Why, then, do American men feel so powerless? Part of the answer is because we’ve constructed the rules of manhood so that only the tiniest fraction of men come to believe that they are the biggest of wheels, the sturdiest of oaks, the most virulent repudiators of femininity, the most daring and aggressive. We’ve managed to disempower the overwhelming majority of American men by other means-such as discriminating on the basis of race, class, ethnicity, age, or sexual preference.
Masculinist retreats to retrieve deep, wounded masculinity are but one of the ways in which American men currently struggle with their fears and their shame. Unfortunately, at the very moment that they work to break down the isolation that governs men’s lives, as they enable men to express those fears and that shame, they ignore the social power that men continue to exert over women and the privileges from which they (as the middle-aged, middle-class white men who largely make up these retreats) continue to benefit-regardless of their experiences as wounded victims of oppressive male socialization.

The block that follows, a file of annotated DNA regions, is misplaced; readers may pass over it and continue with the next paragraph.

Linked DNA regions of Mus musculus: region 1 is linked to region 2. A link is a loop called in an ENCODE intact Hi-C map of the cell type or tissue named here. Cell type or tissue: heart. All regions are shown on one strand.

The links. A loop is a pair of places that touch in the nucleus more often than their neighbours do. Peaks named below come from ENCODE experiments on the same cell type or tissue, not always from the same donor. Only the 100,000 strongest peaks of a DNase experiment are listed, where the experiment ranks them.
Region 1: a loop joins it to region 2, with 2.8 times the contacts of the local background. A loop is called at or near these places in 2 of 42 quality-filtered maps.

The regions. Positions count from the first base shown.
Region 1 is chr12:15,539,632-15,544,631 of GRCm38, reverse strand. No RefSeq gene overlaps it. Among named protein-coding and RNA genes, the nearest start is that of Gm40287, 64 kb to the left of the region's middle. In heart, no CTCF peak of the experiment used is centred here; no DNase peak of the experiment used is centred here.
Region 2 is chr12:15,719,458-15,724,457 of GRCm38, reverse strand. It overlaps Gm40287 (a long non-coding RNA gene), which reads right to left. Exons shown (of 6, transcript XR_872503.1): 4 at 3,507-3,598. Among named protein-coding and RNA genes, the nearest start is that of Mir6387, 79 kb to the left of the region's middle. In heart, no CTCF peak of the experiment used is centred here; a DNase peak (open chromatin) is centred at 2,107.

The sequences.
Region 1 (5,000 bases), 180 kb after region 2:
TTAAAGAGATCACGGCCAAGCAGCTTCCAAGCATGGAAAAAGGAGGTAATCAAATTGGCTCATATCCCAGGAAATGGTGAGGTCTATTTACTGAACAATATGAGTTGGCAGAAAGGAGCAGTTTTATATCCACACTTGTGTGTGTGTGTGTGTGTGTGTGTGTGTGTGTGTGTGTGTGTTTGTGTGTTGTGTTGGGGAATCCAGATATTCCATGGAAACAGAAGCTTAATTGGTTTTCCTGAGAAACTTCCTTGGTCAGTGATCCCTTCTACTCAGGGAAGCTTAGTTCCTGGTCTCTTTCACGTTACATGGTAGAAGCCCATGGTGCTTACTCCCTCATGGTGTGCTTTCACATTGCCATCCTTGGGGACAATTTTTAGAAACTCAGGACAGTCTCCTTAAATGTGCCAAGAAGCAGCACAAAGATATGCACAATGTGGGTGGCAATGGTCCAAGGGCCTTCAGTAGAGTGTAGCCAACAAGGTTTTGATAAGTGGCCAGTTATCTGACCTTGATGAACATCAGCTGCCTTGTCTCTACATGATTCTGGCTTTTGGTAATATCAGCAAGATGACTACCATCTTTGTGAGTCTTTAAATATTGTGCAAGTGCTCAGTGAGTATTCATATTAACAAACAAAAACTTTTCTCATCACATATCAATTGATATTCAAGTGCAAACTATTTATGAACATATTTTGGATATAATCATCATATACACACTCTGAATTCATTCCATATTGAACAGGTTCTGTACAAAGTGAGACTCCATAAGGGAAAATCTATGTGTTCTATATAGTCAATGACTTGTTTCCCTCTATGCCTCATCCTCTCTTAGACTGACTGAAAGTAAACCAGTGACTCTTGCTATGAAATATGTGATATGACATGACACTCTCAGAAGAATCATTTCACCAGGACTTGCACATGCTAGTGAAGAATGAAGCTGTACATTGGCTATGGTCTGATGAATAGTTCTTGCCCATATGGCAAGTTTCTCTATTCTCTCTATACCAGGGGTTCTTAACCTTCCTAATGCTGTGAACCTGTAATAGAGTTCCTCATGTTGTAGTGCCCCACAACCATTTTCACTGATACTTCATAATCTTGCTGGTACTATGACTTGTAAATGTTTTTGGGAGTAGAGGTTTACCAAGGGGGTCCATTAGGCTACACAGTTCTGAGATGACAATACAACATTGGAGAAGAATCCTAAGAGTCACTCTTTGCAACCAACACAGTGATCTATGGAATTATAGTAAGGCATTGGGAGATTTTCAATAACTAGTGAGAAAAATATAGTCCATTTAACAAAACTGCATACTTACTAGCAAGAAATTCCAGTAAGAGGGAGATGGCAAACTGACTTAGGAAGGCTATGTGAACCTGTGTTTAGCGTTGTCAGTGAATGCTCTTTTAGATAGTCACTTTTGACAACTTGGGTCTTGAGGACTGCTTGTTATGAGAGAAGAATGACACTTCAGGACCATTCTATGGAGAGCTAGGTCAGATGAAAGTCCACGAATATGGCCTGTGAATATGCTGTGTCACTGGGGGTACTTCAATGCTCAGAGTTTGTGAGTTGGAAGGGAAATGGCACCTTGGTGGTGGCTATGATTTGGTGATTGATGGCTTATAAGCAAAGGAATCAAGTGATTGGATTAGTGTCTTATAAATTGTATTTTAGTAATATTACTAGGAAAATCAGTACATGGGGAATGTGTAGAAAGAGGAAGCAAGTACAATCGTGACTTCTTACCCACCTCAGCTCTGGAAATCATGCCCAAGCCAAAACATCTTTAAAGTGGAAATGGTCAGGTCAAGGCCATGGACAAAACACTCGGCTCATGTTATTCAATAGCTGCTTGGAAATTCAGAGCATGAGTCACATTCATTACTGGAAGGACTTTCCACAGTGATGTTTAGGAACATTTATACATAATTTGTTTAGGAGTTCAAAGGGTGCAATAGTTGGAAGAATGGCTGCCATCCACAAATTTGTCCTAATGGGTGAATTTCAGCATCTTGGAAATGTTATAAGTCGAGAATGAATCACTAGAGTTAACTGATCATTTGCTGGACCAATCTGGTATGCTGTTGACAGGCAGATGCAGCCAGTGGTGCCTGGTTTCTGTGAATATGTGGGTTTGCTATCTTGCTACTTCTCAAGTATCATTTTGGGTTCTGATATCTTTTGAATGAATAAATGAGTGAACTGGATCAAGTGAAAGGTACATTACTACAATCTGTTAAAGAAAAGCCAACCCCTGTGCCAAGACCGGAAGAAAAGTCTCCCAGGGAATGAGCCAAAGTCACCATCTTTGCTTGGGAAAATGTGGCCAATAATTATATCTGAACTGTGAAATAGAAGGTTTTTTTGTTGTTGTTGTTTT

Others still rehearse the politics of exclusion, as if by clearing away the playing field of secure gender identity of any that we deem less than manly-women, gay men, nonnative-born men, men of color-middle-class, straight, white men can reground their sense of themselves without those haunting fears and that deep shame that they are unmanly and will be exposed by other men. This is the manhood of racism, of sexism, of homophobia. It is the manhood that is so chronically insecure that it trembles at the idea of lifting the ban on gays in the military, that is so threatened by women in the workplace that women become the targets of sexual harassment, that is so deeply frightened of equality that it must ensure that the playing field of male competition remains stacked against all newcomers to the game.